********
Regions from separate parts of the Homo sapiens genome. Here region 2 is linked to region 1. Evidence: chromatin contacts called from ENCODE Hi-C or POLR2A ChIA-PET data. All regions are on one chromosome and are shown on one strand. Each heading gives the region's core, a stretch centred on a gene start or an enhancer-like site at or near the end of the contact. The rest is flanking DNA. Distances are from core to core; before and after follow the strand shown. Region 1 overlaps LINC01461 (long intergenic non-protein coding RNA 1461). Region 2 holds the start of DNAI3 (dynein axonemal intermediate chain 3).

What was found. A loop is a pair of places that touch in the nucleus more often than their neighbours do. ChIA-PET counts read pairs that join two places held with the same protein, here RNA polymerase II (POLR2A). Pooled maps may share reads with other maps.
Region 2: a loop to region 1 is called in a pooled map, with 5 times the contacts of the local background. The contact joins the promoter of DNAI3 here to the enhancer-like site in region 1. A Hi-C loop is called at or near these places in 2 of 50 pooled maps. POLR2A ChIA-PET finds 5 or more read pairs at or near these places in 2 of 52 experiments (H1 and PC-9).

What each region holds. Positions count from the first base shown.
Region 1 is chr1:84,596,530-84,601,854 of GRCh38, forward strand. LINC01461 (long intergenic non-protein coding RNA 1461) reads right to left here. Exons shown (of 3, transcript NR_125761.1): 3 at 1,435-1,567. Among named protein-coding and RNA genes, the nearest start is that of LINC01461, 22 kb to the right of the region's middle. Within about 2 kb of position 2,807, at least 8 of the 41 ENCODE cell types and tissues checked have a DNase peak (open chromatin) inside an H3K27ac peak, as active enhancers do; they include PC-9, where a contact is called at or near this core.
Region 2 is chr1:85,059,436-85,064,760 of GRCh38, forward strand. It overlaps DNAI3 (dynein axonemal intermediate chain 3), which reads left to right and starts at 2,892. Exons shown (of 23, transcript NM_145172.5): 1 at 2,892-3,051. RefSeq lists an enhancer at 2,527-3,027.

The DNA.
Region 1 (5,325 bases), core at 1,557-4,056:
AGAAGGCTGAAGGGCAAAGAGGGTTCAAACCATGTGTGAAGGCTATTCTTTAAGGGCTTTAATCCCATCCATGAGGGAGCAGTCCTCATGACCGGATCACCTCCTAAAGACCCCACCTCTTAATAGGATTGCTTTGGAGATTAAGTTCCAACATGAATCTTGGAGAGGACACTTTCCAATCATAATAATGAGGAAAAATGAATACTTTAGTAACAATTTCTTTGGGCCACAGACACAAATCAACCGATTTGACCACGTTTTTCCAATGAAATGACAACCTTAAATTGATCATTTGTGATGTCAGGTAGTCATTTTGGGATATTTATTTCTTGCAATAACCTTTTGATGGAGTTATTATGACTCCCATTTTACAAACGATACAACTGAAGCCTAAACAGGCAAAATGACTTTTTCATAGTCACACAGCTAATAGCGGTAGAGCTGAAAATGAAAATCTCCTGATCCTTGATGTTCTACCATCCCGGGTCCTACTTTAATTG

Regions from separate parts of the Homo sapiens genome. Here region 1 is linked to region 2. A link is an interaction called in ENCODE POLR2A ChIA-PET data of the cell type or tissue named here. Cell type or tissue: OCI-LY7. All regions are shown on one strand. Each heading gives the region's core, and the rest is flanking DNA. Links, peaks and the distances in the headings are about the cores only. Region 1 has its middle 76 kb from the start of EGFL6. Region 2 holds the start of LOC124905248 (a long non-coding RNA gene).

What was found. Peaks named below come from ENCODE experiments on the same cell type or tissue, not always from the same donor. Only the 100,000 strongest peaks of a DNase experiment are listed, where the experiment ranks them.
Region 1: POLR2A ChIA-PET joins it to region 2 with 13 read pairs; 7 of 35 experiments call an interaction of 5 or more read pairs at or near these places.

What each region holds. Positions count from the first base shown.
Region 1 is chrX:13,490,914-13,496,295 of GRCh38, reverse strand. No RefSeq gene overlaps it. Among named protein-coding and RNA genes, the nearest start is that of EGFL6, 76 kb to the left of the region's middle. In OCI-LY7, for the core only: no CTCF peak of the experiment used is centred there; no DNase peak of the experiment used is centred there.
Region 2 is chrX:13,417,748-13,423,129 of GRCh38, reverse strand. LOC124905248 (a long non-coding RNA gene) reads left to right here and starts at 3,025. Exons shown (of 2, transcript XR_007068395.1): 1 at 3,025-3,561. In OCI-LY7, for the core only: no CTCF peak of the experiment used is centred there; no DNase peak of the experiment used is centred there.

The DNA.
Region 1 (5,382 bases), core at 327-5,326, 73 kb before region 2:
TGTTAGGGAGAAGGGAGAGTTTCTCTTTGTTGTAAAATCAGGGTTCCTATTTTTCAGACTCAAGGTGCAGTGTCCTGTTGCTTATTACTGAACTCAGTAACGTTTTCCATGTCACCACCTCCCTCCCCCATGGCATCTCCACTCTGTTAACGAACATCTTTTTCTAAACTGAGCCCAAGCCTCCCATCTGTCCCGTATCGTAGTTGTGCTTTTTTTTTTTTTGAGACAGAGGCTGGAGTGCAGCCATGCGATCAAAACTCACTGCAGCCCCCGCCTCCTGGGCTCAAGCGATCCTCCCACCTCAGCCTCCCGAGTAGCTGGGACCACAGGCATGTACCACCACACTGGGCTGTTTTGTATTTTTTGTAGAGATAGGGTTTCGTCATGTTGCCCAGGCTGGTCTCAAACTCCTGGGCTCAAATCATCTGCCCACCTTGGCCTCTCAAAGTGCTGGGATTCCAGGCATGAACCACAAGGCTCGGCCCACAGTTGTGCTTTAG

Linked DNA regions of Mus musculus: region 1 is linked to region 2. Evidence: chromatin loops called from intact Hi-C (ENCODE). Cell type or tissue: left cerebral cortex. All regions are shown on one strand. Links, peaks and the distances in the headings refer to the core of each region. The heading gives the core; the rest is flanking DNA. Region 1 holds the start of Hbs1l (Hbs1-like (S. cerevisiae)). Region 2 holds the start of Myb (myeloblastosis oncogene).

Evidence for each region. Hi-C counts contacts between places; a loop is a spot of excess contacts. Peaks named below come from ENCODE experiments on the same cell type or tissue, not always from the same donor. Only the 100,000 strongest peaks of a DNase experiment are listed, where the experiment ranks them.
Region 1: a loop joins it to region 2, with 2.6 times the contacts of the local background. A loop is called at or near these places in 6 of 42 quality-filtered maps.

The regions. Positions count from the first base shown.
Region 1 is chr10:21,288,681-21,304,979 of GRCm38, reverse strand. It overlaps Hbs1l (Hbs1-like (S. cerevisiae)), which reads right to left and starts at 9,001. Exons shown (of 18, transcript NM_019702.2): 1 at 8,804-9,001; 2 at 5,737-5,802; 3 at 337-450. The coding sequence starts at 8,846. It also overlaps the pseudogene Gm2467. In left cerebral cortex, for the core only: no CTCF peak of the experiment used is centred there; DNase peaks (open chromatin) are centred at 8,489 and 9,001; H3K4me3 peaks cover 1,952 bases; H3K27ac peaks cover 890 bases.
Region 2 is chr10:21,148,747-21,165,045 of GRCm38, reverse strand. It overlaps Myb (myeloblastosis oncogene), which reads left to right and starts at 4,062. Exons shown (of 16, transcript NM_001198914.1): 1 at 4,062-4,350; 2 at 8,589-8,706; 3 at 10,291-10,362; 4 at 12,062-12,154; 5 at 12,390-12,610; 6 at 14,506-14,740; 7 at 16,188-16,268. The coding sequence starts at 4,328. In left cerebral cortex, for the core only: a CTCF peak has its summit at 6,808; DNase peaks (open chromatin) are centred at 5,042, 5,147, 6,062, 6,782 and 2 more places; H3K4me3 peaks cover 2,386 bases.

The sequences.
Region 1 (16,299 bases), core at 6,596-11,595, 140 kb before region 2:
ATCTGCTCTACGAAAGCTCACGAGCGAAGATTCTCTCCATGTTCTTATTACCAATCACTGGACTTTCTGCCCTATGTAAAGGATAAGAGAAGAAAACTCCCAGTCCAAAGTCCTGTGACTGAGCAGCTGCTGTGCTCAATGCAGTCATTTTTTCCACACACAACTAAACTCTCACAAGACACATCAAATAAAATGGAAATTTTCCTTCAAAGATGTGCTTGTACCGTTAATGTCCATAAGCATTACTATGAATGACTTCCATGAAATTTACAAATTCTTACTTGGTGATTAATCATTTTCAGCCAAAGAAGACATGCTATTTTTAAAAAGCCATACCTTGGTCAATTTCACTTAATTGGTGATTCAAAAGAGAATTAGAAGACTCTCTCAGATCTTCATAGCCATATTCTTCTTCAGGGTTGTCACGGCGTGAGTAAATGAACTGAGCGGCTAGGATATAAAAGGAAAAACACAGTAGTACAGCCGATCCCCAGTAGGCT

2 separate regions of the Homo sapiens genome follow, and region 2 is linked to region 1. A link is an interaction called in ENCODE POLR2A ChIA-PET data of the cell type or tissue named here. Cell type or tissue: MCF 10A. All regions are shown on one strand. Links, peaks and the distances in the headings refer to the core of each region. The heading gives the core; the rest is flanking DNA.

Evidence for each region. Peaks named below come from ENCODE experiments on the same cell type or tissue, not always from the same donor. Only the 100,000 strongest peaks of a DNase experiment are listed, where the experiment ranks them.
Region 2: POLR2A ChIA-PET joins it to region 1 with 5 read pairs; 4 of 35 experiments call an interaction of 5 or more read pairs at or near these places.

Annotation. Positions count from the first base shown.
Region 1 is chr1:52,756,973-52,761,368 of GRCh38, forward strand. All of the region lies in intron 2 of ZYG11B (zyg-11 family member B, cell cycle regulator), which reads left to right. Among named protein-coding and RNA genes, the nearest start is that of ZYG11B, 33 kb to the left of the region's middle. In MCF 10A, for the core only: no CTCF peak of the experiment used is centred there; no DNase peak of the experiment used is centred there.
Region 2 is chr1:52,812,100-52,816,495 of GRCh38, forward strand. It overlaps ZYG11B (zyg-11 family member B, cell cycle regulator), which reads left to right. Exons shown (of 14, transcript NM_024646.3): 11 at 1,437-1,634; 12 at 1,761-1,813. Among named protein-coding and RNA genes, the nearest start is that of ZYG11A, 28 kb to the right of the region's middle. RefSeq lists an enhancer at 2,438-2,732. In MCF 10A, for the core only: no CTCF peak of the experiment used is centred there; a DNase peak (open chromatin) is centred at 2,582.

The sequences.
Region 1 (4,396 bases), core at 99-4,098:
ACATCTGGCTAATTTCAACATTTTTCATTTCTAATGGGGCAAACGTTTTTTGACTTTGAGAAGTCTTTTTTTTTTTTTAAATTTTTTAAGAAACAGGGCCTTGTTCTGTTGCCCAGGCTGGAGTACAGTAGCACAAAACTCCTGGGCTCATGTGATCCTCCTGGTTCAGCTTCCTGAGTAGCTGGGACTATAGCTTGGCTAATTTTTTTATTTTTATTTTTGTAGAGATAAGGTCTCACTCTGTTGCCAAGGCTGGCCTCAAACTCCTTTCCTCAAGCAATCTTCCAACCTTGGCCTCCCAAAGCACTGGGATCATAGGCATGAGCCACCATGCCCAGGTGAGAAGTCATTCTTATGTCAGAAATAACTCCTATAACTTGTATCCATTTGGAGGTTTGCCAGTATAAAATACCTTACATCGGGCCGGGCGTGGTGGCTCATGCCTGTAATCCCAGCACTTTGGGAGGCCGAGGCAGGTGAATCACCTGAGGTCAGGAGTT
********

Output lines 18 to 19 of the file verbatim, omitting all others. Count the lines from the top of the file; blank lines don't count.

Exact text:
TGTTAGGGAGAAGGGAGAGTTTCTCTTTGTTGTAAAATCAGGGTTCCTATTTTTCAGACTCAAGGTGCAGTGTCCTGTTGCTTATTACTGAACTCAGTAACGTTTTCCATGTCACCACCTCCCTCCCCCATGGCATCTCCACTCTGTTAACGAACATCTTTTTCTAAACTGAGCCCAAGCCTCCCATCTGTCCCGTATCGTAGTTGTGCTTTTTTTTTTTTTGAGACAGAGGCTGGAGTGCAGCCATGCGATCAAAACTCACTGCAGCCCCCGCCTCCTGGGCTCAAGCGATCCTCCCACCTCAGCCTCCCGAGTAGCTGGGACCACAGGCATGTACCACCACACTGGGCTGTTTTGTATTTTTTGTAGAGATAGGGTTTCGTCATGTTGCCCAGGCTGGTCTCAAACTCCTGGGCTCAAATCATCTGCCCACCTTGGCCTCTCAAAGTGCTGGGATTCCAGGCATGAACCACAAGGCTCGGCCCACAGTTGTGCTTTAG

Linked DNA regions of Mus musculus: region 1 is linked to region 2. Evidence: chromatin loops called from intact Hi-C (ENCODE). Cell type or tissue: left cerebral cortex. All regions are shown on one strand. Links, peaks and the distances in the headings refer to the core of each region. The heading gives the core; the rest is flanking DNA. Region 1 holds the start of Hbs1l (Hbs1-like (S. cerevisiae)). Region 2 holds the start of Myb (myeloblastosis oncogene).